Friday, November 18, 2011
Denton City Council considers food cart ordinance
The current 15-minute ordinance does not apply to trucks at UNT.
The food cart movement is gaining momentum across North Texas, and Denton may follow suit as the City Council considers relaxing ordinances regarding the mobile eateries.
Denton city ordinance requires carts to relocate every 15 minutes, making it difficult to run a business, but this may soon change. The Denton Health Department is in the process of writing an ordinance to allow food trucks to remain in one location for 24 hours, which it will then present to the City Council for approval.
The draft of the ordinance has taken aspects from that of San Antonio, a food cart-friendly city, and pieced it together to fit Denton, said Kurt Hanson, City of Denton Health Department Building Official.
“When you think about it, you’re preparing a meal out of a trailer,” he said. “You have to dump water and grease oil. You’re probably going to have to do that every 24 hours anyway.”
The ordinance will still need approval from the City Council, which Hansen said he hopes will happen around the beginning of next year.
“We will go to City Council for a work session and present our idea to them,” Hansen said. “They may throw out all the ideas and we’ll have to go back to the drawing board in February.”
“We have our own internal structure that allows us to approve trucks,” said Ken Botts, director of special projects for UNT Dining Services. “We do follow the same procedures that the city would.”
The health department’s project is a coordinated effort and may require hiring a new health inspector to maintain the cleanliness of the carts, Hansen said.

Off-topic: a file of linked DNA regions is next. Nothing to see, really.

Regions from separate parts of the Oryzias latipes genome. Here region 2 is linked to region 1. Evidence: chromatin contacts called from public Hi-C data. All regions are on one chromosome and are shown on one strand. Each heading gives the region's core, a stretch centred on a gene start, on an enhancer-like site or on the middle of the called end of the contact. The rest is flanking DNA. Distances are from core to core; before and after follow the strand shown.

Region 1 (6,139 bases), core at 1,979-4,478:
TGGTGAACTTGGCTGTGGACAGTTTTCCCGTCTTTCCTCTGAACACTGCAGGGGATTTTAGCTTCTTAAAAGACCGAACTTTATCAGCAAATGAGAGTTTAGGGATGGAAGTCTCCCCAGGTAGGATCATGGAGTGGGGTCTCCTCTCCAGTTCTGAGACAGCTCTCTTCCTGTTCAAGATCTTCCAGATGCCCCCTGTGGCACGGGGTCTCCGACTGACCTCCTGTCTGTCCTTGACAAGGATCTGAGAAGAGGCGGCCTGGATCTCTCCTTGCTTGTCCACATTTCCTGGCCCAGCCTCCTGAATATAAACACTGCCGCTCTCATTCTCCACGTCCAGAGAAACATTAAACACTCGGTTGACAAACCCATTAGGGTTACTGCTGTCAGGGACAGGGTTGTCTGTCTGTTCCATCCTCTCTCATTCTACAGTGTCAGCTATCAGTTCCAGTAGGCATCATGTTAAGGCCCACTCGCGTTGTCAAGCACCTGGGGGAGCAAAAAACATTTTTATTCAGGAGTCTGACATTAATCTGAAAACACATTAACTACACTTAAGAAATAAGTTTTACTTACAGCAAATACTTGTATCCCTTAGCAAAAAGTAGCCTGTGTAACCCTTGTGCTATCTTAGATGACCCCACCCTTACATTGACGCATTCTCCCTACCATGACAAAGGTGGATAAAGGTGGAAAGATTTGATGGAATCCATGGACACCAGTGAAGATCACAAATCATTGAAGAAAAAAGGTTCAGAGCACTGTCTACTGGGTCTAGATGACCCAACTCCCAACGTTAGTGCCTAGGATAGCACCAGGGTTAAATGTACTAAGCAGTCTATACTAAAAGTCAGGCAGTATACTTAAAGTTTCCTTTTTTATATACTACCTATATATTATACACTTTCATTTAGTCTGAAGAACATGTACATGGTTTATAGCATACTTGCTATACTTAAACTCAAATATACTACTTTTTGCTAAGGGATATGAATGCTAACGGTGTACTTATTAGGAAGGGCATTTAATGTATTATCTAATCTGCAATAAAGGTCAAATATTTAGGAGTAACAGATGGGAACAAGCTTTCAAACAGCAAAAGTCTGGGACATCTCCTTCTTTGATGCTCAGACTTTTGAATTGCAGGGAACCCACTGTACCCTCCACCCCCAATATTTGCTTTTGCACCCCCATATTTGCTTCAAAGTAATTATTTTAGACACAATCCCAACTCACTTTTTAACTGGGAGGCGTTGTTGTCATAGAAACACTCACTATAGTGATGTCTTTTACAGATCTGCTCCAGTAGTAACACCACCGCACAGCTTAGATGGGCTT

“Since this is a basically [a] little restaurant, they will have to be in zoning districts that allow restaurants,” he said. “When we went to the City Council they all voted to allow it; now it’s just a matter of getting written into an ordinance.”
In Fort Worth, the request for food carts was approved with the opening of the Fort Worth Food Park set for Dec. 2. The man behind the project, Chris Kruger, attributed the change to the organization of its supporters.
“It was a pretty elaborate process,” Kruger said. “We did have some opposition from property owners in the area who were concerned about parking and traffic issues.”
Kruger and his team had to state their case for the value of food carts to the commercial sector of the Board of Adjustment and were approved for two years.
“It’s almost kind of a probationary period,” Kruger said. “Not having seen how this works, they wanted to give it a two-year period, but we fully expect to get approval after two years.”
The Food Cart Park will feature a variety of food selections, from Vietnamese sandwiches to Mexican tacos.
“I think the most important thing is to have a few central voices to form a coalition,” Kruger said. “That carries a lot more sway. Those few can go to the city and say, ‘Here are our issues, how can we solve this?’”
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